Cracking water pipes afflict Rockwell City’s waste water treatment plant

Introductory Note:  We’re publishing the piece below as a footnote to recent articles about the plight of water departments facing the high cost of fixing or replacing decrepit water infrastructure. The EPA estimates that the US will need $400 billion for infrastructure upgrades over the next twenty years. 

 Rockwell City, Iowa — In older communities cracks in water pipelines often allow ground water to seep into water treatment systems. At Rockwell City’s waste water treatment plant it’s currently taking in more water than what is produced by the water treatment facility. Preliminary steps to solve the problem were taken at Monday’s city council meeting. Before any work is done crews will send cameras down into the pipelines and televise images back to workers. They’ll be able to see the amount of cracking and determine if the pipes are straight or bent. Once the amount of damage is determined the city could potentially slip line the current piping system to solve the problem. Estimated costs for a portion of a slip lining project could run upwards of $700,000.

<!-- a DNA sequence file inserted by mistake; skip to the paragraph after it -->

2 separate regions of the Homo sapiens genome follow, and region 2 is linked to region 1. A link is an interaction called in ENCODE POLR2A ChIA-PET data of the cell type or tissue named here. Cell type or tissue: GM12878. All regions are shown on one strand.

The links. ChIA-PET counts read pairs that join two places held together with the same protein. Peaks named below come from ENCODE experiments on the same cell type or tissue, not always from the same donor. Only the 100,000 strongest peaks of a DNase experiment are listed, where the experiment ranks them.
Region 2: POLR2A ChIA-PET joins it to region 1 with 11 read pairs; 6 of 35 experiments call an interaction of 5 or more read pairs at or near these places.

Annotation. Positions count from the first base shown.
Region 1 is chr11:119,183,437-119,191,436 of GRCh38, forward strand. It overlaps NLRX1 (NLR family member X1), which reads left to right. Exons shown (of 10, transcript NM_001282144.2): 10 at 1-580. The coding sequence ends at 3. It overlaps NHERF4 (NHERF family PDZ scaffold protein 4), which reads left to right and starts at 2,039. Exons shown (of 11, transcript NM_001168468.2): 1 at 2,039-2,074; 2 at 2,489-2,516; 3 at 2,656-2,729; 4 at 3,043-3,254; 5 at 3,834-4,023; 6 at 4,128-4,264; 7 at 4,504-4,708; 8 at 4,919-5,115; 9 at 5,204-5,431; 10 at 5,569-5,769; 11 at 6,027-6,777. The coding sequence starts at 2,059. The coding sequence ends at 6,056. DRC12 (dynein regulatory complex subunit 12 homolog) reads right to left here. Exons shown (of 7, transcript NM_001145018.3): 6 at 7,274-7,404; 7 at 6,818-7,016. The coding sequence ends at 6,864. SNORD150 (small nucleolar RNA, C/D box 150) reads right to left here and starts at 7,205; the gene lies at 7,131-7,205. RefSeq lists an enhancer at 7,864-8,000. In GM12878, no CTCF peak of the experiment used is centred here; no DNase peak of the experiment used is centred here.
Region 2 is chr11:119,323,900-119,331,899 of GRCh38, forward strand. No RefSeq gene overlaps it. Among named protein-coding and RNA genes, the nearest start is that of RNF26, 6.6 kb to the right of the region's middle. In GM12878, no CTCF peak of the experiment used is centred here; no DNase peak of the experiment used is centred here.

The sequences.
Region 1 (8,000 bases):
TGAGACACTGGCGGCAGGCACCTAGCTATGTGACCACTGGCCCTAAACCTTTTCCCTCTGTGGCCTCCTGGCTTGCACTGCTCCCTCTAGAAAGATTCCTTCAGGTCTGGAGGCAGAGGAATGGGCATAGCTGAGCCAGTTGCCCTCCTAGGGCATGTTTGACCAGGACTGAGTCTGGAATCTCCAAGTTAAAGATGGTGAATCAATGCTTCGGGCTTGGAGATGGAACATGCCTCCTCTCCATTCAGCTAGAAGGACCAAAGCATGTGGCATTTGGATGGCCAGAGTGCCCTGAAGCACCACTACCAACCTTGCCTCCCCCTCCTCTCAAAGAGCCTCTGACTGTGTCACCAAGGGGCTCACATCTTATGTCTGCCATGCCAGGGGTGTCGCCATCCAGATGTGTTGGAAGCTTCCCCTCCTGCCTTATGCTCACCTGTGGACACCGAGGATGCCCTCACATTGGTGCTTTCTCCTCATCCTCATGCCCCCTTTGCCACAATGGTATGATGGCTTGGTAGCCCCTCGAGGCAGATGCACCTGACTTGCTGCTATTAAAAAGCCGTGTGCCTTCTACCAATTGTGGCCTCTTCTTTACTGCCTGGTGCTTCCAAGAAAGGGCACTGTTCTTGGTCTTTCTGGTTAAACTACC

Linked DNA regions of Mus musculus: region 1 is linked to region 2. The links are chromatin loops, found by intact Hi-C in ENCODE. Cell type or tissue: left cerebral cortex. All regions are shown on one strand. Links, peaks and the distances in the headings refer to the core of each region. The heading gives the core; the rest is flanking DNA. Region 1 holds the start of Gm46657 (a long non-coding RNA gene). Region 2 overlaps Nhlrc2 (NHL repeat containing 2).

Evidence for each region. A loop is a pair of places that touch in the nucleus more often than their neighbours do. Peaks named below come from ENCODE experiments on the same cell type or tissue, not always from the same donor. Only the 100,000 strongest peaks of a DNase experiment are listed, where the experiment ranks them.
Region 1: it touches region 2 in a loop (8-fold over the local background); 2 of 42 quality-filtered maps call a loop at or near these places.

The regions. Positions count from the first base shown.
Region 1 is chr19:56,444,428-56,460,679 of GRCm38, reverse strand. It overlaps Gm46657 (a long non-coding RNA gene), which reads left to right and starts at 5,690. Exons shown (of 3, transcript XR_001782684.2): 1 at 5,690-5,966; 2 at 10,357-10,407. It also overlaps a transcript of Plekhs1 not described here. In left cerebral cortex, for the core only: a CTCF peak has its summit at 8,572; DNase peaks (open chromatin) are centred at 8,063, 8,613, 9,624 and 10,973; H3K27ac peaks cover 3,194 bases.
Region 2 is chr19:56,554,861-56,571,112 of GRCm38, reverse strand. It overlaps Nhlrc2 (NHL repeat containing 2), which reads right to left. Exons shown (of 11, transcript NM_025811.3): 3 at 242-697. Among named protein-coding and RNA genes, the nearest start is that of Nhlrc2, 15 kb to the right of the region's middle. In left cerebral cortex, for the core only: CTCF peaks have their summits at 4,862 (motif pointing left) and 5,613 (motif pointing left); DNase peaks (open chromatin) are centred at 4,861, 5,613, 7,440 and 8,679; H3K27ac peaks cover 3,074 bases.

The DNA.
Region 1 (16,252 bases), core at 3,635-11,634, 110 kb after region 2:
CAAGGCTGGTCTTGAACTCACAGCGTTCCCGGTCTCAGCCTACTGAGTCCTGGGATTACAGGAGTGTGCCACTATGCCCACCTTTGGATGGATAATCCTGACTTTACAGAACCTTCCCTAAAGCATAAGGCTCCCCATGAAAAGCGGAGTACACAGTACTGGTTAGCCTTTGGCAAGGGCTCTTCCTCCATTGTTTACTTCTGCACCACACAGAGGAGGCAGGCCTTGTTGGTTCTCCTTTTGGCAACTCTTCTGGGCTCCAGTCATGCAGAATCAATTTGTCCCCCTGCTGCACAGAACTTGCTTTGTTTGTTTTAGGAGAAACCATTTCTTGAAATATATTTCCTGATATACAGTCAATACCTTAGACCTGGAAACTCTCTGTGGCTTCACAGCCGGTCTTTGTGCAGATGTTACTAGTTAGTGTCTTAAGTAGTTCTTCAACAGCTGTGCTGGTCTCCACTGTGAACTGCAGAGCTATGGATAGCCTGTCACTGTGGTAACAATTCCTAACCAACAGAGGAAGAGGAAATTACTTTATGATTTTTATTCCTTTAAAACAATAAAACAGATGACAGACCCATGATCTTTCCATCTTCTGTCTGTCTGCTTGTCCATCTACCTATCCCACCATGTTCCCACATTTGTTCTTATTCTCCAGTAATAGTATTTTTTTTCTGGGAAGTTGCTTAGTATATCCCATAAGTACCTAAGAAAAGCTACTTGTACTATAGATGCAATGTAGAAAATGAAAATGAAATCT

The water main on High Street, however, will need to be replaced in the near future. Three to four city blocks of pipeline, including a section which passes under old Hwy 20, have seen constant repairs over the past few years. The lines will now be dug up and replaced at an estimated preliminary cost of around $200,000. Some of that cost will include the replacement of the road the pipes run under.

Reference Source:  CBC Online.